“In a highly competitive industry, crew retention and loyalty building are the two most pressing issues for any shipmanager,” notes Bernhard Schulte’s Ruan. His company has recently launched a seafarer career development programme called ‘Seafarers coming Ashore’. Aimed at second and third nautical and engineering officers, the programme offers a fast-track career development similar to management trainee programmes. Aged around mid-20s, with at least two to three years of sailing experience, this particular profile of seafarers sees the most turnover amongst the seafarer population. Coincidentally, it is also typical of this demographic to begin settling in life, as such alongside a lucrative career, a clear long-term advancement and financial promise will be highly attractive for these individuals.
Price-wise, how do Chinese seafarers compare to Filipinos or Indians?
Although wages have picked up fast in recent years, Chinese seafarers are approximately 10% cheaper than Indians and Filipinos, notes Lee from V.Ships. However, the gap is closing and they are no longer enjoying wage competitiveness, he warns. This is because of the cost of social welfare contributions and insurance, which is a major cost factor for employers. China has one of the highest social contributions in the world.
They are still cheaper however, says Unicom’s Popravko, who notes that during the last 25 years the number of Chinese officers and ratings has quintupled.
Yes, they are still competitive with both Filipino and Indian crew wages, concurs Ruan from Bernhard Schulte, however he warns wage inflation with Chinese crew is inevitable due to economic and crew sourcing reasons.
What more could Beijing do to help promote the rise of Chinese seafarers on international deepsea ships?
The vast majority of Chinese seafarers are working on Chinese ships. This is largely down to the present education system, says Ruan.
“The current education system possesses career limiting options for Chinese seafarers, particularly at the level of ratings,” he says. “Consequently, this creates a barrier for Chinese national ratings to further develop into officers. The current system, which places emphasis on certification, needs to be further revised to focus on training seafarers for the purpose of their roles so as to better equip them for the actual challenges of the role. This will place them at competitive levels against their counterparts from the Philippines or India.”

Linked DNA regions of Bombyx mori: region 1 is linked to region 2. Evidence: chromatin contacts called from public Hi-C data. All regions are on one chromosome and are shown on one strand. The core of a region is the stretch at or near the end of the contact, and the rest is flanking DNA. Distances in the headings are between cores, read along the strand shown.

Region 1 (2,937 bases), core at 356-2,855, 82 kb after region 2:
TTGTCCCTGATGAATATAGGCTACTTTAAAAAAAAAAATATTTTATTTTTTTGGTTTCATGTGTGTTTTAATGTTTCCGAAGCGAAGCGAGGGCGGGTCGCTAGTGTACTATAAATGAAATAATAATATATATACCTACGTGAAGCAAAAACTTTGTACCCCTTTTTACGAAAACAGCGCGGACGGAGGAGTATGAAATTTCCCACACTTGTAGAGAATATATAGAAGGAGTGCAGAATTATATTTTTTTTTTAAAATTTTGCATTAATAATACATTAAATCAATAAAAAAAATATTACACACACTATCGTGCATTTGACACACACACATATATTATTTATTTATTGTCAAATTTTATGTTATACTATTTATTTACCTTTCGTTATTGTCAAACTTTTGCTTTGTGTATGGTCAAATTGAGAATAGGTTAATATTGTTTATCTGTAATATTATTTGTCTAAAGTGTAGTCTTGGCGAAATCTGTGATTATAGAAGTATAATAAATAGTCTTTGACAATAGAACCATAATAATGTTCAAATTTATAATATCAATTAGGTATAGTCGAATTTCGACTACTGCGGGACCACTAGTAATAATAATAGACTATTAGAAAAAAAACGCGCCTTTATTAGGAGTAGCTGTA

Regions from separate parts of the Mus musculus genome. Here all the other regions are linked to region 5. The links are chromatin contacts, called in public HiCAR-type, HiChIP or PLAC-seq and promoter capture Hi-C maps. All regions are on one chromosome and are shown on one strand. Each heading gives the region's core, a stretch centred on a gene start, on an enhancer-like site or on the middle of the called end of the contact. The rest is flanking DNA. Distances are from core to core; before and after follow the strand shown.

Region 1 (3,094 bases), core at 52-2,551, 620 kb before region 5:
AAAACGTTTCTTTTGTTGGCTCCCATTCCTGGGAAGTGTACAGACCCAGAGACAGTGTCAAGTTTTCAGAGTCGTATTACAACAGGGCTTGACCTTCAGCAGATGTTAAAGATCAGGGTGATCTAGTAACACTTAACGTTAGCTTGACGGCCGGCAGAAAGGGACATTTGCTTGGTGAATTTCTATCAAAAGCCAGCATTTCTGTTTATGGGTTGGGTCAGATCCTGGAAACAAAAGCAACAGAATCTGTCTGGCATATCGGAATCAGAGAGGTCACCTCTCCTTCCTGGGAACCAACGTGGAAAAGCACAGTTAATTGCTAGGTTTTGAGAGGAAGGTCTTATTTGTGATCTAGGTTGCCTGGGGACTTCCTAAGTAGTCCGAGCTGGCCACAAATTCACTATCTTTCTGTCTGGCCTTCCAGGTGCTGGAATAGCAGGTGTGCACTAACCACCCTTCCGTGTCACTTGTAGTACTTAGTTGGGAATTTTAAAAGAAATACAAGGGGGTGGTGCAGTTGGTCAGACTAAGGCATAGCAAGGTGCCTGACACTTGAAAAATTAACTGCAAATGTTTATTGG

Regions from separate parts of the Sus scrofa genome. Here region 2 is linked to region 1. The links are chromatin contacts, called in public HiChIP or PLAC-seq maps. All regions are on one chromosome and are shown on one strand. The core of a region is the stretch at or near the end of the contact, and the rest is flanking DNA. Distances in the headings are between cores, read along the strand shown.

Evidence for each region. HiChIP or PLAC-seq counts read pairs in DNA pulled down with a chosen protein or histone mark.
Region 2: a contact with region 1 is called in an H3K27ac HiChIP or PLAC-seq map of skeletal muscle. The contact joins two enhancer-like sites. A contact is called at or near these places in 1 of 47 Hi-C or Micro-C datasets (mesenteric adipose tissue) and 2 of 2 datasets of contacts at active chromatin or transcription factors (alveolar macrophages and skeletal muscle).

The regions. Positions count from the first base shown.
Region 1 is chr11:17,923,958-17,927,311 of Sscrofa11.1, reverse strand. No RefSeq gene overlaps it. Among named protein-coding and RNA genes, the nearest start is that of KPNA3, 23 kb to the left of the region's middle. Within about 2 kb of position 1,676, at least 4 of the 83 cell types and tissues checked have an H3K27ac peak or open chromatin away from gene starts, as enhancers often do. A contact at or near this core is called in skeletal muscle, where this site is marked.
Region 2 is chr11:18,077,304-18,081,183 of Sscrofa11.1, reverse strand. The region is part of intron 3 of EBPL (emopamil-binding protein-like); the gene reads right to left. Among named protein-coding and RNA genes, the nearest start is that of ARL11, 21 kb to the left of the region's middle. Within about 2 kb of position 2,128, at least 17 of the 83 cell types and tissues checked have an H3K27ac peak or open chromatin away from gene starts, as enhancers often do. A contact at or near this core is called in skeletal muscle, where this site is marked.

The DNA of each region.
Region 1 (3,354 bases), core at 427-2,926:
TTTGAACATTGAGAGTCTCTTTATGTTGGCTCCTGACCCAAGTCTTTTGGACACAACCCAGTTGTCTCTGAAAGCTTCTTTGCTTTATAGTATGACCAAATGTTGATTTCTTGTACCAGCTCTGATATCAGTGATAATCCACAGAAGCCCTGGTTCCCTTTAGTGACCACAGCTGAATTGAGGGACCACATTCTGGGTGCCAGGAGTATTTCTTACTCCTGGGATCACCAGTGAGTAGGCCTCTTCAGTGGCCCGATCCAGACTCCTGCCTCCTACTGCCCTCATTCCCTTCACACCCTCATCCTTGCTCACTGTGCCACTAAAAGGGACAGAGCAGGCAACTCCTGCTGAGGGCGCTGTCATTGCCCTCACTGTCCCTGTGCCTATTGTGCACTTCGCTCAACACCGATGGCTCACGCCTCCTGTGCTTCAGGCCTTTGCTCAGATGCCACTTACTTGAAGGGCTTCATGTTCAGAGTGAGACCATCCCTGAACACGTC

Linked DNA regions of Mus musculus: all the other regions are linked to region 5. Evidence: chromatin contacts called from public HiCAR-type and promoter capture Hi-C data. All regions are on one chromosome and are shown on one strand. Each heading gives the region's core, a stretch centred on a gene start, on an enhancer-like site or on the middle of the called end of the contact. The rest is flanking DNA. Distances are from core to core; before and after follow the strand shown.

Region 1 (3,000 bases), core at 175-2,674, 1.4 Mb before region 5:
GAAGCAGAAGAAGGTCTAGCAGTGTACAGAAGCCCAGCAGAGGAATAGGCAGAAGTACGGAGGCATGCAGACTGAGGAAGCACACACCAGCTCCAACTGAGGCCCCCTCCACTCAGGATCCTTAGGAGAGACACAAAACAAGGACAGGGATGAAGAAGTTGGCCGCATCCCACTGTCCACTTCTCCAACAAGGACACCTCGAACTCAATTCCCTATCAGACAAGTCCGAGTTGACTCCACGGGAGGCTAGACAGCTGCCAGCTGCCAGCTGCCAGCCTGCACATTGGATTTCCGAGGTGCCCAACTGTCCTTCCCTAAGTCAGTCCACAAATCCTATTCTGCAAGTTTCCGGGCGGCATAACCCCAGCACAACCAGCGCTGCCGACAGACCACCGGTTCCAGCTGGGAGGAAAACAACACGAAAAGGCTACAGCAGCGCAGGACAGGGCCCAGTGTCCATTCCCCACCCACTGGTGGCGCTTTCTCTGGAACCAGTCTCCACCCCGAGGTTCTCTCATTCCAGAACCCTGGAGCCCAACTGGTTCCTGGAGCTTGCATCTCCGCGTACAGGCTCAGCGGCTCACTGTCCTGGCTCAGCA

A second area for improvement suggested by both Ruan and Lee is related to personal income tax for Chinese seafarers. Earlier this year, one of the budget proposals within the Indian parliament presented a tax exemption for Indian seafarers serving onboard Indian-flagged ships. If passed, this proposal will come in addition to the already placed income tax exemption for Indian crew who work onboard international waters for 182 days or more within a financial year. In the Philippines, crew serving on international waters, have for long enjoyed tax exemptions.
“Aligning the welfare and tax reliefs of Chinese crew to meet international practices, will increase seafarer’s income making the job much more attractive and consequently mitigate the shortage of seafarers,” Ruan says.
However, Lee cautions that Beijing making these changes is very unlikely. Beijing has to generate 12m new jobs each year in the country for new graduates, he points out. The seagoing career is only a very small sector – there are approximately 40,000 seafarers on foreign flagged ships which is a tiny percentage. “It is unlikely due to the small size of the sector that there will be any government dispensations,” Lee says.
A third area that could be improved for Ruan, the Bernhard Schulte executive, focuses on standardising and regulating crew recruitment practices across the country.
Unicom’s Popravko suggests greater maritime English training is still an urgent priority.
“Opening the crewing market to foreign ship owners could also vastly improve Chinese crew pool and quality on an international front,” concludes Ruan.
This article first appeared in the just published summer issue of SinoShip magazine. Readers can access the whole magazine online for free by clicking here.